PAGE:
It was here that Wright established his base while a guest of Lord Limerick and the latter’s wife, Lady Harriet Bentinck who was related to many of the other families supportive of his endeavours. Among these was Viscountess Midleton whose husband Alan – he had large estates in County Cork – was responsible, with the second Duke of Richmond (father of Ladies Emily and Louisa Lennox who respectively married the first Duke of Leinster and Thomas Conolly of Castletown) for drawing up the first written rules for cricket. Lady Midleton was Lady Limerick’s step-niece while her step-sister the Countess of Essex was also married to a man owning extensive property in Ireland. All of them numbered among Wright’s friends and supporters, and help to explain his connexions with this country.

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As mentioned, Lord Limerick’s principal residence was in Dundalk and it is believed that the improvements he made in the grounds of this house were designed or inspired by Wright. In late June 1952 during his tour through Ireland the future Bishop of Ossory (and later Meath) Richard Pococke noted of Dundalk, ‘Lord Limerick lives here, and has made some fine plantations and walks behind a very bad house which is in the street of the town: as walks with Elm hedges on each side, an artificial serpentine river, a Chinese bridge, a thatch’d open house supported by the bodies of firtrees, etc. and a fine kitchen garden with closets for fruit.’ At least some of those interventions indicate the influence of Wright.
Lord Limerick also owned land further north at Tollymore, County Down and in September 1746 he and Wright travelled there for a stay of eight days. There was an old house on the property but in 1740 a ‘New Deer Park’ had been created on an adjacent site with a small hunting lodge or summer house being built there. Its situation was exceptionally romantic, with the land dropping down to the Shimna river before rising up to the Mourne Mountains. One imagines it was this vista which stimulated both Wright and his patron and led to the erection of a series of other structures in the park.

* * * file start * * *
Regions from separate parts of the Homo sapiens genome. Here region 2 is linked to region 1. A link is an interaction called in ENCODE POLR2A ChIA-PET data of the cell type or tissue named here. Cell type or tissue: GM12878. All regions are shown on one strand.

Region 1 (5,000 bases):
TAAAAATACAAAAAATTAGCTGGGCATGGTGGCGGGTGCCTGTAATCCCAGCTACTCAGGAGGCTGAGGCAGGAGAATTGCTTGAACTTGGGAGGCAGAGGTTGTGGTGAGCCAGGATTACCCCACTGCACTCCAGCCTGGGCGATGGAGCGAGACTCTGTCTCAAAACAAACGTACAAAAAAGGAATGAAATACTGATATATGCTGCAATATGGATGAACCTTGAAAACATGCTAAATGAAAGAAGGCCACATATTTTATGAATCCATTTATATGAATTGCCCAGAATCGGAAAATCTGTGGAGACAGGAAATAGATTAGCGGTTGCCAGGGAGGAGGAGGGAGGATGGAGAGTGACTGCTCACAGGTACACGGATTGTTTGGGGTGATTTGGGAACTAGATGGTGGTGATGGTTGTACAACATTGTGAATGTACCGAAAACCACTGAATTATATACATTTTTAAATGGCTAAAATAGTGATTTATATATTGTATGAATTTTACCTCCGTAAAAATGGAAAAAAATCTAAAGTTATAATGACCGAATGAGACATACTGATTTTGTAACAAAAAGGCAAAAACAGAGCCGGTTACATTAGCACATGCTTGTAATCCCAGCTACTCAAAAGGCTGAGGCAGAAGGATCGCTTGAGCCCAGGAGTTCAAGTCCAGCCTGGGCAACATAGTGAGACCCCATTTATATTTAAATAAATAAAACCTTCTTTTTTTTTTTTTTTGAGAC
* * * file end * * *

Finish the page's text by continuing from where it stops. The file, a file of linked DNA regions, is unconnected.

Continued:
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Here is Richard Pococke continuing his perambulations around Ireland: ‘I came over the hills to Briansford [now Bryansford], on the side of Tullamore park, which belongs to Lord Limerick; this park is a very fine situation, being divided into two parts by a rivlet which runs in a deep rocky bed covered with trees, and affords a most Romantic prospect, to this rivlet there is a gentle descent; on the other side the Park takes in for a mile the foot of the high mountains of Moran and particularly of the highest call’d Slieve Donard which is 1060 yards high from the surface of the sea to which it extends: the park is all fine wooden and cut into Vistas up the side of the steep hill; there is a handsome bridge over the rivlet, where the rocky cliffs on each side may be twenty feet deep, and so cover’d with trees that you can hardly see the water at the bottom in some places. Here just over the rivlet Lord Limerick has built a thatch’d open place to dine in, which is very Romantick, with a stove near to prepare the Entertainment: above on the North side of this He has begun to build a pretty lodge, two rooms of which are finished, designing to spend the Summer months here…’